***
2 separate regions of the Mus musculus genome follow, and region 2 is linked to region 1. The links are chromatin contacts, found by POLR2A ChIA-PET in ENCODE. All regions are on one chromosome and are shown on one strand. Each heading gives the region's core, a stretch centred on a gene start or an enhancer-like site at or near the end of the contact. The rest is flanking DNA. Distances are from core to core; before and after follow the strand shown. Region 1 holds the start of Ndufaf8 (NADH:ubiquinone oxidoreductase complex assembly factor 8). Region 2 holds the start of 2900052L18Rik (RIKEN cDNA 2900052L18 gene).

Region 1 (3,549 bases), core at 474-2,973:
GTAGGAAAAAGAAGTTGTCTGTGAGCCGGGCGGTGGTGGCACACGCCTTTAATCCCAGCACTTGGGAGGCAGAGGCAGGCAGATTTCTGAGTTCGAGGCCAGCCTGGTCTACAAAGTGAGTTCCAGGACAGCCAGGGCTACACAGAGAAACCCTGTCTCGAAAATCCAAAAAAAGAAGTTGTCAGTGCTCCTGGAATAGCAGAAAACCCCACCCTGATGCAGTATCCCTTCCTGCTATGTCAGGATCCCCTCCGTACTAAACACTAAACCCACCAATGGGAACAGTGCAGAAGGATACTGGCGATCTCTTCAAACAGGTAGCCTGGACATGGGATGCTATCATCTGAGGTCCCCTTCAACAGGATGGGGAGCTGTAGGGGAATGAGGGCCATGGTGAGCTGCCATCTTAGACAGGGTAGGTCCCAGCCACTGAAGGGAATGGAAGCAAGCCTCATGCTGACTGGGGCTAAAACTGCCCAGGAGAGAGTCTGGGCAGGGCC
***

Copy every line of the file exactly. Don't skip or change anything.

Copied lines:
2 separate regions of the Mus musculus genome follow, and region 2 is linked to region 1. The links are chromatin contacts, found by POLR2A ChIA-PET in ENCODE. All regions are on one chromosome and are shown on one strand. Each heading gives the region's core, a stretch centred on a gene start or an enhancer-like site at or near the end of the contact. The rest is flanking DNA. Distances are from core to core; before and after follow the strand shown. Region 1 holds the start of Ndufaf8 (NADH:ubiquinone oxidoreductase complex assembly factor 8). Region 2 holds the start of 2900052L18Rik (RIKEN cDNA 2900052L18 gene).

Region 1 (3,549 bases), core at 474-2,973:
GTAGGAAAAAGAAGTTGTCTGTGAGCCGGGCGGTGGTGGCACACGCCTTTAATCCCAGCACTTGGGAGGCAGAGGCAGGCAGATTTCTGAGTTCGAGGCCAGCCTGGTCTACAAAGTGAGTTCCAGGACAGCCAGGGCTACACAGAGAAACCCTGTCTCGAAAATCCAAAAAAAGAAGTTGTCAGTGCTCCTGGAATAGCAGAAAACCCCACCCTGATGCAGTATCCCTTCCTGCTATGTCAGGATCCCCTCCGTACTAAACACTAAACCCACCAATGGGAACAGTGCAGAAGGATACTGGCGATCTCTTCAAACAGGTAGCCTGGACATGGGATGCTATCATCTGAGGTCCCCTTCAACAGGATGGGGAGCTGTAGGGGAATGAGGGCCATGGTGAGCTGCCATCTTAGACAGGGTAGGTCCCAGCCACTGAAGGGAATGGAAGCAAGCCTCATGCTGACTGGGGCTAAAACTGCCCAGGAGAGAGTCTGGGCAGGGCC